When it comes to nutrition, what matters most?

  • Increase calories. If a tremor is present, calorie needs are much higher. Adding sources of fat to foods (e.g., oil and cheese) is one way to do this.
  • Maintain a balanced diet. Eating properly involves eating regularly. If uncontrollable movements or swallowing difficulties are making it hard to eat, seek the advice of an occupational or speech therapist.
  • Maintain bowel regularity. Do so with foods high in fiber (whole grain bread, bran cereals or muffins, fruits and vegetables, beans and legumes) and drinking plenty of fluids.
  • Balance medications and food. Individuals taking carvidopa-levadopa may need to adjust the amount of protein eaten and the time of day it is eaten, or take their medication with orange juice. If side effects such as dry mouth are making it difficult to eat, work with a health care professional to help manage these.
  • Adjust nutritional priorities for your situation and stage of disease.

Check with a dietitian or doctor for your specific dietary needs.


Comparing Life Plan Retirement Communities on Price

In Columbus, and the surrounding central Ohio region, shopping for a life plan retirement community (also referred to as a CCRC or continuing care retirement community) requires a lot of research, and your final decision will be based on many factors–services, location, amenities, reputation, and more–though price is usually one of the most heavily weighted.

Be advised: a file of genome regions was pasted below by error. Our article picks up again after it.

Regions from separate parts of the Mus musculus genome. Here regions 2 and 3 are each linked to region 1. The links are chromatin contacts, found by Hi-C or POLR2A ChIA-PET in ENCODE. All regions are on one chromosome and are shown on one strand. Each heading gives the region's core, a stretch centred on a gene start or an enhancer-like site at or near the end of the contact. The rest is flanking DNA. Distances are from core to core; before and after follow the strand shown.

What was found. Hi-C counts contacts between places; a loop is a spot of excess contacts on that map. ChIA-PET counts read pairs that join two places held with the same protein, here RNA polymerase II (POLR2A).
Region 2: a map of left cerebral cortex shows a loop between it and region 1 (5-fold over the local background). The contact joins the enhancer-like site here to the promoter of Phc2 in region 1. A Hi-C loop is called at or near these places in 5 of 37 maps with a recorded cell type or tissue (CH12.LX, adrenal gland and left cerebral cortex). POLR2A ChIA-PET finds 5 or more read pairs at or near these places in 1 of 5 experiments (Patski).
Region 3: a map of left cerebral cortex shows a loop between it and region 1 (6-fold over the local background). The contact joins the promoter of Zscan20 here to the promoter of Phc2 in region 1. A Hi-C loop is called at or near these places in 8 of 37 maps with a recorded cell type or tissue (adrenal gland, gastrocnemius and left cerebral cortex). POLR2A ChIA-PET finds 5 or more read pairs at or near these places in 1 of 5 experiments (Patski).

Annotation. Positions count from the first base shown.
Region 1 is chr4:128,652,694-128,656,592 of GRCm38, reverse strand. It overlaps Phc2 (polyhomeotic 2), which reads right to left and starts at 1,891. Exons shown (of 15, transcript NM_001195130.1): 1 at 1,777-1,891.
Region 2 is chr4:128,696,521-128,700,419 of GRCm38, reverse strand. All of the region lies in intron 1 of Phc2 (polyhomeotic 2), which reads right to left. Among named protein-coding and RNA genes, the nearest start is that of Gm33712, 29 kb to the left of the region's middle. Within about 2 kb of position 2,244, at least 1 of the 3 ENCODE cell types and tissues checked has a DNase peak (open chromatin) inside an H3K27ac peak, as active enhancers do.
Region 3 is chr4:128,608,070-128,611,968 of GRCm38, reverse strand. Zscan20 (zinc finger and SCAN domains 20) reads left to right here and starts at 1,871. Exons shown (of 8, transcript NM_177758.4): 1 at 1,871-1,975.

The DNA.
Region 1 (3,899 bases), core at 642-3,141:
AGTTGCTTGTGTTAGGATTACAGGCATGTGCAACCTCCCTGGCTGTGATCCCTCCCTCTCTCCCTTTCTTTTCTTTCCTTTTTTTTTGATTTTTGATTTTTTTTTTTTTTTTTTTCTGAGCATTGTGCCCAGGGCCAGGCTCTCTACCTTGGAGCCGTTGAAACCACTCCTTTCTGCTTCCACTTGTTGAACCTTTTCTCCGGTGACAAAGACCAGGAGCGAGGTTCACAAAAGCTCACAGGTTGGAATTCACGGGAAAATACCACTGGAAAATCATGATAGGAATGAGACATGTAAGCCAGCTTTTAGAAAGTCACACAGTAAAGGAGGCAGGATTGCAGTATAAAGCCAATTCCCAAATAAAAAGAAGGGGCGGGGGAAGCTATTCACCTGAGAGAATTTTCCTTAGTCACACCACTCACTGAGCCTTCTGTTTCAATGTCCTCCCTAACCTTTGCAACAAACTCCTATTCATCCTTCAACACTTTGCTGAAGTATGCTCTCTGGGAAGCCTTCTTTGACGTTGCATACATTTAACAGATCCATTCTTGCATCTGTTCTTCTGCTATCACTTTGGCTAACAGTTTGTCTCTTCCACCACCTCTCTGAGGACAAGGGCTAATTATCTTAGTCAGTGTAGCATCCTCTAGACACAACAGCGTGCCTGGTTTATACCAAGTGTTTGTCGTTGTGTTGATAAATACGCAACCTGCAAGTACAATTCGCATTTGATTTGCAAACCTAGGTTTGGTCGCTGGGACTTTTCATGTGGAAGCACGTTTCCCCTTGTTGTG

Click above to read more.


Peg’s Perspective –The Longevity Project and Conscientiousness

“Fifty Tips on Aging Well to Celebrate 50 Years of Excellent Service”

As The Wesley Communities approach 50 years of excellent service, our CEO Peg Carmany offers “Peg’s Perspective” on a variety of topics affecting seniors and their adult children as they plan and choose to age well – 50 tips to celebrate 50 years!

Tip # 11 of 50 –The Longevity Project and Conscientiousness

By: Peg Carmany

In 1921, a forward-thinking psychologist, Dr. Lewis Terman, began a study of 1500 children born around 1910.  The purpose of the study was to research intellectual leadership — Dr. Terman wondered if he could identify early markers of high potential in children who were identified as “gifted” by their teachers. Their lives were followed and studied in meticulous detail. Out of this now famous study Dr. Howard Friedman and Dr. Leslie Martin began to study a different question: who lives the longest, and why? The results are revealed in The Longevity Project: Surprising Discoveries for Health and Long Life from the Landmark Eight Decade Study.